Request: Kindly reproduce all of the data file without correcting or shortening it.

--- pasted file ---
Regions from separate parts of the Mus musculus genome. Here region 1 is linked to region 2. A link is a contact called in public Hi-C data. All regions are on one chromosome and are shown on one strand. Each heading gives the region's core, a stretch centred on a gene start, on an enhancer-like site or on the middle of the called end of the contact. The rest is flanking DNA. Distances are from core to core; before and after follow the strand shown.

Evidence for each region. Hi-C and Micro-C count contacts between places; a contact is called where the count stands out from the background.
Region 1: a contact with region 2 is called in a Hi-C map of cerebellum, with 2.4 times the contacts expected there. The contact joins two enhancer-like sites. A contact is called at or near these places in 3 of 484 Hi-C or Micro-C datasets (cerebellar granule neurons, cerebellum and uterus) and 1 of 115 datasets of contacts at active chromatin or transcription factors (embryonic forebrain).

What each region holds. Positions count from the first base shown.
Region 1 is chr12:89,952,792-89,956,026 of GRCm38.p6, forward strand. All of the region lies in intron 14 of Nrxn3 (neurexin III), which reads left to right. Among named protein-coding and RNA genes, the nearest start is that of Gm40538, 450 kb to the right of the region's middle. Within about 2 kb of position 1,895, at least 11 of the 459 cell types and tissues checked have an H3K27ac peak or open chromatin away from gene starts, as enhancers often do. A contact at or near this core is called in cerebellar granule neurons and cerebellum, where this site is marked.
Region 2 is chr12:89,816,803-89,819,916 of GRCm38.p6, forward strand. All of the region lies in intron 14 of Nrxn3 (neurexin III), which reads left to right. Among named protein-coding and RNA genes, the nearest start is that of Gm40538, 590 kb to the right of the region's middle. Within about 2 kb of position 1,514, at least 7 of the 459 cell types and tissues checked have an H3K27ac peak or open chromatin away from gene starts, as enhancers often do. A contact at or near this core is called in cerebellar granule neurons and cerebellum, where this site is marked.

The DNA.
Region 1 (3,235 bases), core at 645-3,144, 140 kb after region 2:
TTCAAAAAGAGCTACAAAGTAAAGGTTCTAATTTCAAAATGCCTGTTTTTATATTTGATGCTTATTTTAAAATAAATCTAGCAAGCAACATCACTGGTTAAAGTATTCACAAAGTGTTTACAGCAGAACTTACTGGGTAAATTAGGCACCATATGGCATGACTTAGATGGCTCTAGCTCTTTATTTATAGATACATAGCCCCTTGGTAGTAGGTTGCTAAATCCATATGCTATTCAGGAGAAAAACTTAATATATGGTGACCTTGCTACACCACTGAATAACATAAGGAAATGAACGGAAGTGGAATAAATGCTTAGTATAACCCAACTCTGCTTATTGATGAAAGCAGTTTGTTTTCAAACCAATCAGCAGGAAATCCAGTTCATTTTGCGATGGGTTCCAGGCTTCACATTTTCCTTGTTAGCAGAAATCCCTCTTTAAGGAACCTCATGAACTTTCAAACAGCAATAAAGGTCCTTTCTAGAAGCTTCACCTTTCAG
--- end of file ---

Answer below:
Regions from separate parts of the Mus musculus genome. Here region 1 is linked to region 2. A link is a contact called in public Hi-C data. All regions are on one chromosome and are shown on one strand. Each heading gives the region's core, a stretch centred on a gene start, on an enhancer-like site or on the middle of the called end of the contact. The rest is flanking DNA. Distances are from core to core; before and after follow the strand shown.

Evidence for each region. Hi-C and Micro-C count contacts between places; a contact is called where the count stands out from the background.
Region 1: a contact with region 2 is called in a Hi-C map of cerebellum, with 2.4 times the contacts expected there. The contact joins two enhancer-like sites. A contact is called at or near these places in 3 of 484 Hi-C or Micro-C datasets (cerebellar granule neurons, cerebellum and uterus) and 1 of 115 datasets of contacts at active chromatin or transcription factors (embryonic forebrain).

What each region holds. Positions count from the first base shown.
Region 1 is chr12:89,952,792-89,956,026 of GRCm38.p6, forward strand. All of the region lies in intron 14 of Nrxn3 (neurexin III), which reads left to right. Among named protein-coding and RNA genes, the nearest start is that of Gm40538, 450 kb to the right of the region's middle. Within about 2 kb of position 1,895, at least 11 of the 459 cell types and tissues checked have an H3K27ac peak or open chromatin away from gene starts, as enhancers often do. A contact at or near this core is called in cerebellar granule neurons and cerebellum, where this site is marked.
Region 2 is chr12:89,816,803-89,819,916 of GRCm38.p6, forward strand. All of the region lies in intron 14 of Nrxn3 (neurexin III), which reads left to right. Among named protein-coding and RNA genes, the nearest start is that of Gm40538, 590 kb to the right of the region's middle. Within about 2 kb of position 1,514, at least 7 of the 459 cell types and tissues checked have an H3K27ac peak or open chromatin away from gene starts, as enhancers often do. A contact at or near this core is called in cerebellar granule neurons and cerebellum, where this site is marked.

The DNA.
Region 1 (3,235 bases), core at 645-3,144, 140 kb after region 2:
TTCAAAAAGAGCTACAAAGTAAAGGTTCTAATTTCAAAATGCCTGTTTTTATATTTGATGCTTATTTTAAAATAAATCTAGCAAGCAACATCACTGGTTAAAGTATTCACAAAGTGTTTACAGCAGAACTTACTGGGTAAATTAGGCACCATATGGCATGACTTAGATGGCTCTAGCTCTTTATTTATAGATACATAGCCCCTTGGTAGTAGGTTGCTAAATCCATATGCTATTCAGGAGAAAAACTTAATATATGGTGACCTTGCTACACCACTGAATAACATAAGGAAATGAACGGAAGTGGAATAAATGCTTAGTATAACCCAACTCTGCTTATTGATGAAAGCAGTTTGTTTTCAAACCAATCAGCAGGAAATCCAGTTCATTTTGCGATGGGTTCCAGGCTTCACATTTTCCTTGTTAGCAGAAATCCCTCTTTAAGGAACCTCATGAACTTTCAAACAGCAATAAAGGTCCTTTCTAGAAGCTTCACCTTTCAG